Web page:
6. Einer Elhauge, Sacrificing Corporate Profits in the Public Interest, N.Y.U. L. Rev. 733, 842–43 (June 2005). There are limits on the degree to which a board can sacrifice shareholder profits for the purpose of benefiting some other stakeholder. For example, if the board decided to give away half of its assets to charity, the shareholders could have a claim against the board for violation of the duty of care. See Mem’l Hosp. Ass’n v. Pac. Grape Prods., 290 P.2d 481 (Cal. 1955) (holding that there is “reasonable” limit to corporate manager’s power to donate that depends on particular facts of each case).
  7. eBay Domestic Holdings, Inc. v. Newmark, 16 A.3d 1, 36–37 (Del. Ch. 2010) (internal citations omitted).
  8. eBay Domestic Holdings, Inc. v. Newmark, 16 A.3d 1, 36–37 (Del. Ch. 2010) (internal citations omitted).
  9. eBay Domestic Holdings, Inc. v. Newmark, 16 A.3d 1, 36–37 (Del. Ch. 2010) (internal citations omitted).
  10. Paramount Commc’ns, Inc. v. Time Inc., 571 A.2d 1140, 1152 (1989).
  11. “The duty of the board had thus changed from the preservation of Revlon as a corporate entity to the maximization of the company’s value at a sale for the stockholders’ benefit. This significantly altered the board’s responsibilities under the Unocal standards. It no longer faced threats to corporate policy and effectiveness, or to the stockholders’ interests, from a grossly inadequate bid. The whole question of defensive measures became moot. The directors’ role changed from defenders of the corporate bastion to auctioneers charged with getting the best price for the stockholders at a sale of the company. . . . A board may have regard for various constituencies in discharging its responsibilities, provided there are rationally related benefits accruing to the stockholders. However, such concern for non-stockholder interests is inappropriate when an auction among active bidders is in progress, and the object no longer is to protect or maintain the corporate enterprise but to sell it to the highest bidder.” Revlon, Inc. v. MacAndrews & Forbes Holdings, Inc., 506 A.2d 173, 182 (Del. 1985).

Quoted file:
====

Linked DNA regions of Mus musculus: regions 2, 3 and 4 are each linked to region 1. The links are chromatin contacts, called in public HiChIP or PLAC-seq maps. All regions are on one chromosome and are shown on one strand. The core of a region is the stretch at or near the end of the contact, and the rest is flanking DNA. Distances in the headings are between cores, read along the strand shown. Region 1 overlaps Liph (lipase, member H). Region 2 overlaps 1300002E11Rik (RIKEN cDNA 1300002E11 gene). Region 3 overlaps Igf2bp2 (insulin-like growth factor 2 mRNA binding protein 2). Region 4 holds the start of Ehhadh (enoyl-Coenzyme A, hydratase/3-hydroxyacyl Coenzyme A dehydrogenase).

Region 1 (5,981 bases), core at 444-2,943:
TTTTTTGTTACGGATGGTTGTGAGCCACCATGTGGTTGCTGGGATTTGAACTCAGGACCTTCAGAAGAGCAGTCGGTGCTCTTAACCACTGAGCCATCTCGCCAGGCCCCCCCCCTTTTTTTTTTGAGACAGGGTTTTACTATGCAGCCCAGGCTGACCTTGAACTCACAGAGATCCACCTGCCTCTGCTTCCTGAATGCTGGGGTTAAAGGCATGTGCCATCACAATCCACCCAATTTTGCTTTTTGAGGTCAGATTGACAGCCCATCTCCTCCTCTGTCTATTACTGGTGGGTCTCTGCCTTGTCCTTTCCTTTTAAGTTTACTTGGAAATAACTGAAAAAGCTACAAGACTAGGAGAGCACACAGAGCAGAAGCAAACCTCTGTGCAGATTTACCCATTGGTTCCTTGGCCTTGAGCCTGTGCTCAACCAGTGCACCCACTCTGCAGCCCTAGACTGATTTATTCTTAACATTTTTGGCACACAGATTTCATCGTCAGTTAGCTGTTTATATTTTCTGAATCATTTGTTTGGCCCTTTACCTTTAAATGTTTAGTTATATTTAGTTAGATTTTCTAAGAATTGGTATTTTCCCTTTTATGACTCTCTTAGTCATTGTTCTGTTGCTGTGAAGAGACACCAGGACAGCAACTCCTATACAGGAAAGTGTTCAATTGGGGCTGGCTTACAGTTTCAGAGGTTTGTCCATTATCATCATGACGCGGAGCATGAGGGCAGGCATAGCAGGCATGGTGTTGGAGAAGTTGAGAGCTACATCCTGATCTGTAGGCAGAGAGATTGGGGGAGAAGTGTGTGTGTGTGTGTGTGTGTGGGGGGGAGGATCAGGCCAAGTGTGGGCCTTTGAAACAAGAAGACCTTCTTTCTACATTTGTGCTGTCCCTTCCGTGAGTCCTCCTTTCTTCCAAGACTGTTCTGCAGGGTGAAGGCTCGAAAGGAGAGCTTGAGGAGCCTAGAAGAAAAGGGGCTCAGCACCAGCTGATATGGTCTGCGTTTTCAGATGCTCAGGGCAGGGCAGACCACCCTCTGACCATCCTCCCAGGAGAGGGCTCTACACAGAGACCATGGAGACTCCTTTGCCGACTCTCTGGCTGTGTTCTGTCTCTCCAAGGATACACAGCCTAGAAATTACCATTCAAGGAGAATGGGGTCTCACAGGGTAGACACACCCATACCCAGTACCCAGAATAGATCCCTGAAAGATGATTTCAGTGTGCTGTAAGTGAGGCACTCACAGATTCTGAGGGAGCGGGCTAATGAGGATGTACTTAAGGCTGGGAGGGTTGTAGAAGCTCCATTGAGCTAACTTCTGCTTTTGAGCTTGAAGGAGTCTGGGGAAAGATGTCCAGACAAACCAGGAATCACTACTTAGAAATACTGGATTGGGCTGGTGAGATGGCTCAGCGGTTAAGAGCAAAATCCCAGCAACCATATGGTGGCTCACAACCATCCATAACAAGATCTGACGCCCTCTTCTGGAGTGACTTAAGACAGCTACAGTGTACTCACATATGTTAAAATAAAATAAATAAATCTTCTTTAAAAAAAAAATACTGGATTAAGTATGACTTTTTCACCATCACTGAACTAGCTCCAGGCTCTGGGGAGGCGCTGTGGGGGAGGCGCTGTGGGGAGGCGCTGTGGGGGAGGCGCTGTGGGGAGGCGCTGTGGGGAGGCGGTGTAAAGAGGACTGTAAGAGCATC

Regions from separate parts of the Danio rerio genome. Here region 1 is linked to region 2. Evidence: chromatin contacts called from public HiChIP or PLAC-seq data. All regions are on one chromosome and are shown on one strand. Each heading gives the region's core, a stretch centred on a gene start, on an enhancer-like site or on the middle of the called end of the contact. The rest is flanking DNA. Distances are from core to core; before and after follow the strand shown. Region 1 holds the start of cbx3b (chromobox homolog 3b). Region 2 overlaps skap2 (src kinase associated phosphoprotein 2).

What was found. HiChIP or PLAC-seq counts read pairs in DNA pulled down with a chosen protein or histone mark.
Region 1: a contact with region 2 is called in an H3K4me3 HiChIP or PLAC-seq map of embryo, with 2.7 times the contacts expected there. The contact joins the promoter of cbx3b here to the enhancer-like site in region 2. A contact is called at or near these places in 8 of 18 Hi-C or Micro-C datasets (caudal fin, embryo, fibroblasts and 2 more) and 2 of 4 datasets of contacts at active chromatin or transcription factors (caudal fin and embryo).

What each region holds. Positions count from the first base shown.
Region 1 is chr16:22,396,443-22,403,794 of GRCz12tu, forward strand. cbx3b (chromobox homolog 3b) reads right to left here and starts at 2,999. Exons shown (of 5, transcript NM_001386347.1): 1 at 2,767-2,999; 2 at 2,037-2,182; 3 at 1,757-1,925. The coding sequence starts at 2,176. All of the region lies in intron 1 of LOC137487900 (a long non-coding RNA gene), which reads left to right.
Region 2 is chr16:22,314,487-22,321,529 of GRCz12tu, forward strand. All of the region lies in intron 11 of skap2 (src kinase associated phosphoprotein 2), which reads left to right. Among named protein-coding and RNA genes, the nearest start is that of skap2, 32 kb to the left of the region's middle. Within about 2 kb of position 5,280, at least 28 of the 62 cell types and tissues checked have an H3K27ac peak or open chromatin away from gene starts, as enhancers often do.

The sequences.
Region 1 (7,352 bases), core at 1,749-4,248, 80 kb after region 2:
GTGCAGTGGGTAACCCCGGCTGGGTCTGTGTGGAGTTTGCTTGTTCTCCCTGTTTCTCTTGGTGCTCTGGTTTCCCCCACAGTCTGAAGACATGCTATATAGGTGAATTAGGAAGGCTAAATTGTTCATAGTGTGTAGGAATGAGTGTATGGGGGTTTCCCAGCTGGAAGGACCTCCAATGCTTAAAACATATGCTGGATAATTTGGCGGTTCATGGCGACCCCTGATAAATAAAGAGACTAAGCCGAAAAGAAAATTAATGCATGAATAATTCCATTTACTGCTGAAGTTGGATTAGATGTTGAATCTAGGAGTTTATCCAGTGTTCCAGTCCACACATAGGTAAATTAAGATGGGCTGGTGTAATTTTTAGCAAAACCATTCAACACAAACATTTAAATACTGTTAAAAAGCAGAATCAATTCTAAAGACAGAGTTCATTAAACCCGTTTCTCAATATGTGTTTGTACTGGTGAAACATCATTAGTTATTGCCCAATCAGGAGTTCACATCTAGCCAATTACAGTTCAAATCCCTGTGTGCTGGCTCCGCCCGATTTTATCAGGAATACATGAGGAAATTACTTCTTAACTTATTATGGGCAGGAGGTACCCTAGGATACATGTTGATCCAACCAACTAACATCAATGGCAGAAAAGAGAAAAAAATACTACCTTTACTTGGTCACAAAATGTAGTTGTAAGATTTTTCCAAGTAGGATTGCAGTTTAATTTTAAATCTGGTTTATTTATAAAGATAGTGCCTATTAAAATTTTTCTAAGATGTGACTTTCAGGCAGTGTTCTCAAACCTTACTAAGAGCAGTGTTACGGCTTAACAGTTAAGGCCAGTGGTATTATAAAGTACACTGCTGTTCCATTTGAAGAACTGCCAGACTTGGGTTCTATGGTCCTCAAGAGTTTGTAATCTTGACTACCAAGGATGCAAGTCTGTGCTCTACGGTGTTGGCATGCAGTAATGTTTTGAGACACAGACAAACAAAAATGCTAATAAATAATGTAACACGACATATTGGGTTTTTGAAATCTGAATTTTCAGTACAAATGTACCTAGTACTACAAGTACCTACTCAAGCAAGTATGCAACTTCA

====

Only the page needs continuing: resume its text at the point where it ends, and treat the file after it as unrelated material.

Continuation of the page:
12. When the California legislature voted to adopt a constituency statue, Governor Arnold Schwarzenegger vetoed the bill. The California Bar was firmly opposed to the bill, arguing that the bill would reduce director accountability by giving directors so much discretion that it would provide a means for directors to escape accountability by invoking one of the numerous interests listed in the bill and make it easier for them to escape liability for failure to meet fiduciary duties to shareholders. According to the California State Bar, “Institutional Shareholder Services, Inc., an influential proxy and corporate governance advisory firm, counts incorporation in a state with non-shareholder constituency provisions like those contained in the Bill as a negative factor when calculating its Corporate Governance Quotient, a well-known standard for measuring the quality of corporate governance.” Corporations Committee, State Bar of California Business Law Section, Statement of Position on AB 2944, June 3, 2008.
  13. Conn. Gen. Stat. § 33-756(d).
  14. Ariz. Gen. Corp. Law § 10-2702.
  15. William H. Clark, Jr. & Larry Vranka, The Need and Rationale for the Benefit Corporation: Why It Is the Legal Form That Best Addresses the Needs of Social Entrepreneurs, Investors, and, Ultimately, The Public (Oct. 31, 2011), at 10,
  16. William H. Clark, Jr. & Larry Vranka, The Need and Rationale for the Benefit Corporation: Why It Is the Legal Form That Best Addresses the Needs of Social Entrepreneurs, Investors, and, Ultimately, The Public (Oct. 31, 2011), at 10,
  17. Michal Barzuza, The State of State Antitakeover Law, 95(8) Va. L. Rev. 1973–2052 (2010).
  18. Marjorie Kelly, Not Just for Profit, Strategy+Bus. (Spring 2009).
  19. Marjorie Kelly & Shanna Ratner, Keeping Wealth Local: Shared Ownership and Wealth Control for Rural Communities (Tellus Inst. & Yellow Wood Assocs. 2009),
  20. Don Grant, EPA/NSP R828826, Organizational Structures, Citizen Participation, and Corporate Environmental Performance (2001), available at